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Anit Kabir

The monumental mausoleum of Mustafa Kemal Atatürk (1881–1938), the founder of modern Turkey, is worth a visit to see how much sway he still holds over the Turkish people. Located high above the city, with an abundance of marble and an air of veneration, the Anıt Kabir is one of Ankara's more relaxing areas. As you approach the tomb, the Hurriyet Kulesi (Tower of Liberty) has interpretive panels and photos covering Atatürk's funeral, the construction of the tomb and the iconography of the site. Facing it, the Istiklal Kulesi (Tower of Independence) gives more detail, with models recreating scenes.

Continue along the Lion Rd, a 262m walkway lined with 24 lion statues – Hittite symbols of power used to represent the strength of the Turkish nation. The path leads to a massive courtyard, framed by colonnaded walkways, with steps leading up to the huge tomb on the left.

Entered to the right of the tomb, the extensive museum displays Atatürk memorabilia, personal effects, gifts from famous admirers, recreations of his childhood home and school, and his favourite dog, Fox (stuffed). Just as revealing as all the rich artefacts are his simple rowing machine and huge multilingual library, which includes tomes he wrote. more


Downstairs, extensive exhibits about the War of Independence and the formation of the republic move from battlefield murals with sound effects to overdetailed explanations of post-1923 reforms. At the end, a gift shop sells Atatürk items of all shapes and sizes, including key rings, jigsaw puzzles, cufflinks, clocks, ties and even height charts.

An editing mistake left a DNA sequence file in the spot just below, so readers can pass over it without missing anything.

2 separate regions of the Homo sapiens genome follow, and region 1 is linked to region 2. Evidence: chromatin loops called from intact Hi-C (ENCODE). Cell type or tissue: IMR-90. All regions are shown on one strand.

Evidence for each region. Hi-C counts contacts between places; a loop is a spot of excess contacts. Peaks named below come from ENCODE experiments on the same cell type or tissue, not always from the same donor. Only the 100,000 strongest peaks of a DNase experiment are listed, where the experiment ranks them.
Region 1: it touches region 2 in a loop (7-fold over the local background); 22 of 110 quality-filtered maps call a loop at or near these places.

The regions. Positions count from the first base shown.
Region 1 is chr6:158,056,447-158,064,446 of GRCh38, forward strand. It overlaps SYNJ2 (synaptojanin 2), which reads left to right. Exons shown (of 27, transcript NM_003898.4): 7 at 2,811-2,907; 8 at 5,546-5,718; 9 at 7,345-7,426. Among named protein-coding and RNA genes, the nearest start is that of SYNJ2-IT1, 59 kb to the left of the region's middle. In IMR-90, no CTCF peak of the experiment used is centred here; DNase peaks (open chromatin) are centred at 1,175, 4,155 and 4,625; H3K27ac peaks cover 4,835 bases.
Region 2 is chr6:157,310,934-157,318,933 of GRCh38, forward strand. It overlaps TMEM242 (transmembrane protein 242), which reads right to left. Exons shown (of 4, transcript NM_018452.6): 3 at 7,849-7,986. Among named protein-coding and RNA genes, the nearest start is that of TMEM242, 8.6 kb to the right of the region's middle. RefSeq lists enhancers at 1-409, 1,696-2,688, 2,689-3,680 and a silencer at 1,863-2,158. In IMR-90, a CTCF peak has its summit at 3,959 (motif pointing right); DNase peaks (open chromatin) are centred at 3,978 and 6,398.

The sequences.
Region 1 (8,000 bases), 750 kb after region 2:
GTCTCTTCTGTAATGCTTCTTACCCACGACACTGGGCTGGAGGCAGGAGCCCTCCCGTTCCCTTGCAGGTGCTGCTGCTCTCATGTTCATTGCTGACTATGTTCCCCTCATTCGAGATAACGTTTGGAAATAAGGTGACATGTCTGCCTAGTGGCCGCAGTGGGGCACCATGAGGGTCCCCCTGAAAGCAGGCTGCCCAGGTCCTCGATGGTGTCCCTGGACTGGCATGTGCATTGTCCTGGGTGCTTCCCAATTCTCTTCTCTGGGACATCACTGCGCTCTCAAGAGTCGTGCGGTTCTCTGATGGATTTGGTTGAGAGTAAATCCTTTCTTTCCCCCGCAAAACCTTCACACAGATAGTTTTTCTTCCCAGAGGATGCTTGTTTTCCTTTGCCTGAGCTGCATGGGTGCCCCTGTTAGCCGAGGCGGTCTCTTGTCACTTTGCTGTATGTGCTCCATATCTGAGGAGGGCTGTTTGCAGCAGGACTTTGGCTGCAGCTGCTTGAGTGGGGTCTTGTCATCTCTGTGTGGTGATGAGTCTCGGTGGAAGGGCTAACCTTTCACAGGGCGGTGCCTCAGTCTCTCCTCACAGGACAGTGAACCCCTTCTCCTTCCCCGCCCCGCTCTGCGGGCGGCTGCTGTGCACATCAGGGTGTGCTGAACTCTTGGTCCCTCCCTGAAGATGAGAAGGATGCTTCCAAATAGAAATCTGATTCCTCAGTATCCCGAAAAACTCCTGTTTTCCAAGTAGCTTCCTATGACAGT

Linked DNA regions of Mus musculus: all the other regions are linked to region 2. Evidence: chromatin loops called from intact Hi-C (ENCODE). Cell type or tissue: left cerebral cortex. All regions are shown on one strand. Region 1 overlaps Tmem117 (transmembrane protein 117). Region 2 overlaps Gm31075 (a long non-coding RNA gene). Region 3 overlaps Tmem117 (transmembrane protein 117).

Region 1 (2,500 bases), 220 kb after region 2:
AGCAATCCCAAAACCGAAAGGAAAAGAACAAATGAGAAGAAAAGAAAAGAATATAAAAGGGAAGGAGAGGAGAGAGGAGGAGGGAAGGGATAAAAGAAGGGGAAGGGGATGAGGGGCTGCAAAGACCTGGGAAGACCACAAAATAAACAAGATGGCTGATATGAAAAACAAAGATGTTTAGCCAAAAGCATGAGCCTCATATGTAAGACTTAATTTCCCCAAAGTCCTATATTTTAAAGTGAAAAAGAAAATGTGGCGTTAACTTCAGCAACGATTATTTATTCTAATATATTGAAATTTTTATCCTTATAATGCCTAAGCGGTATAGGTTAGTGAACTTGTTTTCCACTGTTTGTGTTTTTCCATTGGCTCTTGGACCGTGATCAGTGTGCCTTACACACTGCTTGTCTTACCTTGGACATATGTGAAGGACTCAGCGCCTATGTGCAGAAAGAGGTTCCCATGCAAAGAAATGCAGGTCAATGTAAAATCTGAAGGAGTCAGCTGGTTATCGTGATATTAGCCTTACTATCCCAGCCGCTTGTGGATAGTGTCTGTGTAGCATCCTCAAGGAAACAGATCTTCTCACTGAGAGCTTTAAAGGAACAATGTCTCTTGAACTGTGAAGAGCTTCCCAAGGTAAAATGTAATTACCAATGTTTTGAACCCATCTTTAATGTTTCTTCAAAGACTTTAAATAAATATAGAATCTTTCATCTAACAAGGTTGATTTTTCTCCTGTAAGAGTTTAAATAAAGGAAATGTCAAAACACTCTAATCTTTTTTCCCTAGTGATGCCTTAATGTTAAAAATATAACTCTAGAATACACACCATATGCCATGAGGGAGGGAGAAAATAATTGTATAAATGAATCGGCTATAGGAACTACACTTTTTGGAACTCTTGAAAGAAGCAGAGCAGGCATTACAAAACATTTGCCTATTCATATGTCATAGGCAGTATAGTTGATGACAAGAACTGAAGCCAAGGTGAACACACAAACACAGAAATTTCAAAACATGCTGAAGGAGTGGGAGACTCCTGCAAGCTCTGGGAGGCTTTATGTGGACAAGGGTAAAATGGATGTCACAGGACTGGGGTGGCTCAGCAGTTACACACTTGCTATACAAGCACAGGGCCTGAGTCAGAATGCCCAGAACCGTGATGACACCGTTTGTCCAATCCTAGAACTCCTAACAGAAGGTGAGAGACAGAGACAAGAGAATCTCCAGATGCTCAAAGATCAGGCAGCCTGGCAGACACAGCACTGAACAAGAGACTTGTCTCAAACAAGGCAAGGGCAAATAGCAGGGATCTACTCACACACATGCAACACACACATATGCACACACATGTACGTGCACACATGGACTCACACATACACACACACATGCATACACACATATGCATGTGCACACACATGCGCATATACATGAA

As you approach the tomb itself, look left and right at the gilded inscriptions, which are quotations from Atatürk's speech celebrating the republic's 10th anniversary in 1932. Remove your hat as you enter, and bend your neck to view the ceiling of the lofty hall, lined in marble and sparingly decorated with 15th- and 16th-century Ottoman mosaics. At the northern end stands an immense marble cenotaph, cut from a single piece of stone weighing 40 tonnes. The actual tomb is in a chamber beneath it.

It should take around two hours to see the whole site. It is virtually a pilgrimage site, so arrive early to beat the crowds; school groups frequently drop by midweek, especially in May, June and September.

The memorial straddles a hill in a park about 2km west of Kızılay and 1.2km south of Tandoğan, the closest Ankaray station to the entrance. A free shuttle regularly zips up and down the hill; alternatively, it's a pleasant walk to the mausoleum (about 20 minutes) or you can take a taxi (TL5). Note that security checks, including a bag scan, are carried out on entry; taxi drivers should turn off the meter while the guards go through the formalities.

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